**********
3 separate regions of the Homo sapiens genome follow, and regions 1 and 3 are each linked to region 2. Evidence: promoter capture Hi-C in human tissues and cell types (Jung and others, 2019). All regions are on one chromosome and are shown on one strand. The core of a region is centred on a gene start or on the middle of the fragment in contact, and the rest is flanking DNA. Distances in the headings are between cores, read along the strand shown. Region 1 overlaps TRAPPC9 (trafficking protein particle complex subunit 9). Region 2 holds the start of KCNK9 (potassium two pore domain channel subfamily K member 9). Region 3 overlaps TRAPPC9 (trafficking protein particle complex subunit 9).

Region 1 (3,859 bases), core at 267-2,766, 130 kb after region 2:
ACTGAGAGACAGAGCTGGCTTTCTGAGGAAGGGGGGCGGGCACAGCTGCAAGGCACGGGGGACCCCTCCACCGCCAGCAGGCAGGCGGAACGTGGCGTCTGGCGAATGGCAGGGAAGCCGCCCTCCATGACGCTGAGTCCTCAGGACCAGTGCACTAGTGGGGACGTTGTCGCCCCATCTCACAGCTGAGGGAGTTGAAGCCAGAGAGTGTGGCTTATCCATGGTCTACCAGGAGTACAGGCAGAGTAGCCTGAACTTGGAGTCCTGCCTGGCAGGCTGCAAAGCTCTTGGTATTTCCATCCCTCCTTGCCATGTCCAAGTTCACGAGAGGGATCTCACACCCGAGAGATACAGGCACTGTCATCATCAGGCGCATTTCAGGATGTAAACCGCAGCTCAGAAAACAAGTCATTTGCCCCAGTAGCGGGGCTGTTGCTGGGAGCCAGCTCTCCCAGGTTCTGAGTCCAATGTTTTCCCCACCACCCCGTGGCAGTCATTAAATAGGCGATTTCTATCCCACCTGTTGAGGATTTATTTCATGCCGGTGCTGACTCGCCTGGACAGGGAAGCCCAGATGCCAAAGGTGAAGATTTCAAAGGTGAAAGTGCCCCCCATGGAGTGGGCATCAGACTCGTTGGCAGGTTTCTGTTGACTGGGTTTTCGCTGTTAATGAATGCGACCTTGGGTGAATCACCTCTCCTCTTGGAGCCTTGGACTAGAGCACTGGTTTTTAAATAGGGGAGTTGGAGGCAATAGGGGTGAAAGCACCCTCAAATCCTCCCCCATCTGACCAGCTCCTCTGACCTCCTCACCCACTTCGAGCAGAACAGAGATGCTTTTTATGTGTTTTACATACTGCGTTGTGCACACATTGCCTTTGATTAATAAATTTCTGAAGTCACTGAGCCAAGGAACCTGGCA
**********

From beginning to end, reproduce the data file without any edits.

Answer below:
3 separate regions of the Homo sapiens genome follow, and regions 1 and 3 are each linked to region 2. Evidence: promoter capture Hi-C in human tissues and cell types (Jung and others, 2019). All regions are on one chromosome and are shown on one strand. The core of a region is centred on a gene start or on the middle of the fragment in contact, and the rest is flanking DNA. Distances in the headings are between cores, read along the strand shown. Region 1 overlaps TRAPPC9 (trafficking protein particle complex subunit 9). Region 2 holds the start of KCNK9 (potassium two pore domain channel subfamily K member 9). Region 3 overlaps TRAPPC9 (trafficking protein particle complex subunit 9).

Region 1 (3,859 bases), core at 267-2,766, 130 kb after region 2:
ACTGAGAGACAGAGCTGGCTTTCTGAGGAAGGGGGGCGGGCACAGCTGCAAGGCACGGGGGACCCCTCCACCGCCAGCAGGCAGGCGGAACGTGGCGTCTGGCGAATGGCAGGGAAGCCGCCCTCCATGACGCTGAGTCCTCAGGACCAGTGCACTAGTGGGGACGTTGTCGCCCCATCTCACAGCTGAGGGAGTTGAAGCCAGAGAGTGTGGCTTATCCATGGTCTACCAGGAGTACAGGCAGAGTAGCCTGAACTTGGAGTCCTGCCTGGCAGGCTGCAAAGCTCTTGGTATTTCCATCCCTCCTTGCCATGTCCAAGTTCACGAGAGGGATCTCACACCCGAGAGATACAGGCACTGTCATCATCAGGCGCATTTCAGGATGTAAACCGCAGCTCAGAAAACAAGTCATTTGCCCCAGTAGCGGGGCTGTTGCTGGGAGCCAGCTCTCCCAGGTTCTGAGTCCAATGTTTTCCCCACCACCCCGTGGCAGTCATTAAATAGGCGATTTCTATCCCACCTGTTGAGGATTTATTTCATGCCGGTGCTGACTCGCCTGGACAGGGAAGCCCAGATGCCAAAGGTGAAGATTTCAAAGGTGAAAGTGCCCCCCATGGAGTGGGCATCAGACTCGTTGGCAGGTTTCTGTTGACTGGGTTTTCGCTGTTAATGAATGCGACCTTGGGTGAATCACCTCTCCTCTTGGAGCCTTGGACTAGAGCACTGGTTTTTAAATAGGGGAGTTGGAGGCAATAGGGGTGAAAGCACCCTCAAATCCTCCCCCATCTGACCAGCTCCTCTGACCTCCTCACCCACTTCGAGCAGAACAGAGATGCTTTTTATGTGTTTTACATACTGCGTTGTGCACACATTGCCTTTGATTAATAAATTTCTGAAGTCACTGAGCCAAGGAACCTGGCA